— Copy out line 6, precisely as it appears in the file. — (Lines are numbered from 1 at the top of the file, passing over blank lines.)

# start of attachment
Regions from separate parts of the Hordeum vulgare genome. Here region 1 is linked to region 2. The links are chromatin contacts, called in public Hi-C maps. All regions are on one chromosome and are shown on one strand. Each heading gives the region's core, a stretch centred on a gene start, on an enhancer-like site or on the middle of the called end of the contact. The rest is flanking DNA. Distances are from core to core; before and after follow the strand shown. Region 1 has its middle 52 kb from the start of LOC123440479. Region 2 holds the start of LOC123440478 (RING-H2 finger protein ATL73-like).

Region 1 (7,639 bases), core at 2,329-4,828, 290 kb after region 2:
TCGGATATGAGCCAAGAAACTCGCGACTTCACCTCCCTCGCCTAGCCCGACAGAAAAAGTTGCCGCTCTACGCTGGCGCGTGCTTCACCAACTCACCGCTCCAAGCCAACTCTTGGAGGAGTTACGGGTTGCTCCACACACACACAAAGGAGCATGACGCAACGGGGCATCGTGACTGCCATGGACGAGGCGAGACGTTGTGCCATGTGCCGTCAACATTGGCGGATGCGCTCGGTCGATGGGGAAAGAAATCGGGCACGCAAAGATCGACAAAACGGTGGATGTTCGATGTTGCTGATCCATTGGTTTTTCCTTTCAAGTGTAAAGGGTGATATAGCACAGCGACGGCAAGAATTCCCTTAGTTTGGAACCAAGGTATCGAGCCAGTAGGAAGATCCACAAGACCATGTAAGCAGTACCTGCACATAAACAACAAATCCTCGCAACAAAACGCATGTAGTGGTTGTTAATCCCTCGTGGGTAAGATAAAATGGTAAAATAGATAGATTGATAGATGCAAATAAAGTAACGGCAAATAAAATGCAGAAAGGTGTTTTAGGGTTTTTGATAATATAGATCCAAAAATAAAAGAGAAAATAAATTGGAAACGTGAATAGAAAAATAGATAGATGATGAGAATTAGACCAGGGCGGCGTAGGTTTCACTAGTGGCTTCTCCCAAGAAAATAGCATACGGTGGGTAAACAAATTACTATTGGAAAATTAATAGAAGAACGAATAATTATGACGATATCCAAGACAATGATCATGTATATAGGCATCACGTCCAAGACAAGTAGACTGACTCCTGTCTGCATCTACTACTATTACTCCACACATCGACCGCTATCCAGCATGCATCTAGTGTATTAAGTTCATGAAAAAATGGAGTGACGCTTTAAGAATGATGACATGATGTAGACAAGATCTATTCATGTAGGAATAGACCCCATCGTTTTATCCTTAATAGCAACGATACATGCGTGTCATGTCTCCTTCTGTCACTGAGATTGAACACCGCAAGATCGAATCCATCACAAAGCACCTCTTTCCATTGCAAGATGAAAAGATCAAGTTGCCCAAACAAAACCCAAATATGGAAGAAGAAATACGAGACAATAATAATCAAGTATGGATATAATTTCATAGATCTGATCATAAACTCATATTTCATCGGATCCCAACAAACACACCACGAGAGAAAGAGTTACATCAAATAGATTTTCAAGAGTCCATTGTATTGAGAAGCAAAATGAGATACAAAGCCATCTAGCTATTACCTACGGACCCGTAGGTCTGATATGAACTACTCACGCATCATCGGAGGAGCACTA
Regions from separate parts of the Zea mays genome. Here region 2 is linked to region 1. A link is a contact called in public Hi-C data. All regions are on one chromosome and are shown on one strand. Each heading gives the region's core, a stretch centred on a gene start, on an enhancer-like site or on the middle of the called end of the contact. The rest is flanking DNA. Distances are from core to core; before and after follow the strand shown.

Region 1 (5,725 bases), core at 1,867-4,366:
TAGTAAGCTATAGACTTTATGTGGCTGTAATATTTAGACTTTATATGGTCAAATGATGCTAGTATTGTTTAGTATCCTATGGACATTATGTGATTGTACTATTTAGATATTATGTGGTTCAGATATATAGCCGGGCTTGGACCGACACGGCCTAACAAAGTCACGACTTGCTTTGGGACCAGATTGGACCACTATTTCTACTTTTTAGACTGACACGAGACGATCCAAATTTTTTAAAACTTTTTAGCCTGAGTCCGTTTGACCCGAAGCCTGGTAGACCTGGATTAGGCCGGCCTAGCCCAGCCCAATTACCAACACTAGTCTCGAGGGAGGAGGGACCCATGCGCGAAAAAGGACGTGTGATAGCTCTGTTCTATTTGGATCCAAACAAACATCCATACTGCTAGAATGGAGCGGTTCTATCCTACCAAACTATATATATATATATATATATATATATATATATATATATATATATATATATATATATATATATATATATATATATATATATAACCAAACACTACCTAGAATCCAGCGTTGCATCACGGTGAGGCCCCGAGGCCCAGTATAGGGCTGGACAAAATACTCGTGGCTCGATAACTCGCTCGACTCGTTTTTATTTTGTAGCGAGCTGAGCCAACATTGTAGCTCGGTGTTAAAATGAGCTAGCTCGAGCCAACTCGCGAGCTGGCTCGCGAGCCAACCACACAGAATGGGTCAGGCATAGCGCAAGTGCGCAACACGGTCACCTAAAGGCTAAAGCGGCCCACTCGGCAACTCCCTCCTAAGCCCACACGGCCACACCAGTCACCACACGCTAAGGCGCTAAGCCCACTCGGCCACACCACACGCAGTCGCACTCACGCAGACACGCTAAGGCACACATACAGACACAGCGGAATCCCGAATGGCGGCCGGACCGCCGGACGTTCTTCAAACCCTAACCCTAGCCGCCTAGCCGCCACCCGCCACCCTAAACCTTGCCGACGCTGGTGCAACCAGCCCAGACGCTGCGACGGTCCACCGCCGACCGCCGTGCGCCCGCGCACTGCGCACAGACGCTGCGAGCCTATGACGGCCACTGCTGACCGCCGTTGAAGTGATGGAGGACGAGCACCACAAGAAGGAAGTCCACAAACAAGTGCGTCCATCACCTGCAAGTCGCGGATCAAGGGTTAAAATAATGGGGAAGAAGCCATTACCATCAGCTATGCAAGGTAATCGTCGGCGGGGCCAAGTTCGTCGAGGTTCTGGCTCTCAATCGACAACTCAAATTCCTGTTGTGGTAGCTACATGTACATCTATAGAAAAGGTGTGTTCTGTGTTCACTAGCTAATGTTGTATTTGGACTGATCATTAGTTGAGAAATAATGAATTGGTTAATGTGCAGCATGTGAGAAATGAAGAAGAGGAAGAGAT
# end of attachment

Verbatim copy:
TAGTAAGCTATAGACTTTATGTGGCTGTAATATTTAGACTTTATATGGTCAAATGATGCTAGTATTGTTTAGTATCCTATGGACATTATGTGATTGTACTATTTAGATATTATGTGGTTCAGATATATAGCCGGGCTTGGACCGACACGGCCTAACAAAGTCACGACTTGCTTTGGGACCAGATTGGACCACTATTTCTACTTTTTAGACTGACACGAGACGATCCAAATTTTTTAAAACTTTTTAGCCTGAGTCCGTTTGACCCGAAGCCTGGTAGACCTGGATTAGGCCGGCCTAGCCCAGCCCAATTACCAACACTAGTCTCGAGGGAGGAGGGACCCATGCGCGAAAAAGGACGTGTGATAGCTCTGTTCTATTTGGATCCAAACAAACATCCATACTGCTAGAATGGAGCGGTTCTATCCTACCAAACTATATATATATATATATATATATATATATATATATATATATATATATATATATATATATATATATATATATATATATATATAACCAAACACTACCTAGAATCCAGCGTTGCATCACGGTGAGGCCCCGAGGCCCAGTATAGGGCTGGACAAAATACTCGTGGCTCGATAACTCGCTCGACTCGTTTTTATTTTGTAGCGAGCTGAGCCAACATTGTAGCTCGGTGTTAAAATGAGCTAGCTCGAGCCAACTCGCGAGCTGGCTCGCGAGCCAACCACACAGAATGGGTCAGGCATAGCGCAAGTGCGCAACACGGTCACCTAAAGGCTAAAGCGGCCCACTCGGCAACTCCCTCCTAAGCCCACACGGCCACACCAGTCACCACACGCTAAGGCGCTAAGCCCACTCGGCCACACCACACGCAGTCGCACTCACGCAGACACGCTAAGGCACACATACAGACACAGCGGAATCCCGAATGGCGGCCGGACCGCCGGACGTTCTTCAAACCCTAACCCTAGCCGCCTAGCCGCCACCCGCCACCCTAAACCTTGCCGACGCTGGTGCAACCAGCCCAGACGCTGCGACGGTCCACCGCCGACCGCCGTGCGCCCGCGCACTGCGCACAGACGCTGCGAGCCTATGACGGCCACTGCTGACCGCCGTTGAAGTGATGGAGGACGAGCACCACAAGAAGGAAGTCCACAAACAAGTGCGTCCATCACCTGCAAGTCGCGGATCAAGGGTTAAAATAATGGGGAAGAAGCCATTACCATCAGCTATGCAAGGTAATCGTCGGCGGGGCCAAGTTCGTCGAGGTTCTGGCTCTCAATCGACAACTCAAATTCCTGTTGTGGTAGCTACATGTACATCTATAGAAAAGGTGTGTTCTGTGTTCACTAGCTAATGTTGTATTTGGACTGATCATTAGTTGAGAAATAATGAATTGGTTAATGTGCAGCATGTGAGAAATGAAGAAGAGGAAGAGAT